Organized and facilitated by Bojan Furst and Sheila Downer of the Harris Centre at Memorial University and Andrew Jennings of the University of the Highlands and Islands and Laurie Brinklow at the University of Prince Edward Island, the workshop brought together 30-some researchers and students, in-person and online, from around the North Atlantic to strategize a research agenda for the coming year.

The group discussed a number of themes, including:

  • Youth: leaving vs. staying; access to education and meaningful employment; mental health as a cost of isolation;
  • Blue Economy: importance of blending scientific and traditional knowledges; reconciliation; diversification
  • Indigenous languages: ensuring languages remain "the breath of the culture";
  • Climate Change: creating place-based climate change adaptation strategies;
  • Energy: unpacking NIMBYism; creating place-based, island-made social enterprise solutions;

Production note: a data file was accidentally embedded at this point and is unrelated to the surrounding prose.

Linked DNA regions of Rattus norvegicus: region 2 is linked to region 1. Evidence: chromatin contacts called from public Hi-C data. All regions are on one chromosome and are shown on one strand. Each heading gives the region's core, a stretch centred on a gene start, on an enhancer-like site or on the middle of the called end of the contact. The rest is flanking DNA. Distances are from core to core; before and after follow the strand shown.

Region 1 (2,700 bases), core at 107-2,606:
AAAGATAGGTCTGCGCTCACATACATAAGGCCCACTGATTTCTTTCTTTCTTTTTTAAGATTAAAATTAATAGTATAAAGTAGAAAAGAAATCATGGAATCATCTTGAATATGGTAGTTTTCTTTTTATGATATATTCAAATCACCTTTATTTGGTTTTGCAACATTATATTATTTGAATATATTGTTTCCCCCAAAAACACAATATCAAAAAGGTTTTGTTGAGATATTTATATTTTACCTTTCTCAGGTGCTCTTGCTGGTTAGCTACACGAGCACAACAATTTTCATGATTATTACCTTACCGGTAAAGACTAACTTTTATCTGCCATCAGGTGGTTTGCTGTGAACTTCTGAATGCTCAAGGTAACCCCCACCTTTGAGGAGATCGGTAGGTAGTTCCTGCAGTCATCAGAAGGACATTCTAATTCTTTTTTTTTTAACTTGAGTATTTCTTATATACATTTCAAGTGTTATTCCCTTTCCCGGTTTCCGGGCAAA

• Transportation: effects of links (fixed and ephemeral) on island viability and identity, food security; utilizing hub-and-spoke models;
  • Intangible Cultural Heritage: creating inclusive communities, well-being, sense of belonging, identity through traditional and Indigenous knowledge and ICH; utilizing culture and ICH to address big challenges such as climate change.

Youth and climate change came across in all the discussions. Other cross-cutting themes included the challenges of competing interests and contested space on islands, doing a better job of sharing best and worst practices, and reframing the conversation to communicate the positive stories of island living. As one youth joining remotely from Black Tickle, Labrador, put it, "If you can make it easier to come and go, it becomes easier to stay." As it was, it would have cost her $5,000 CAD to travel to St. John's for the workshop.

Workshop report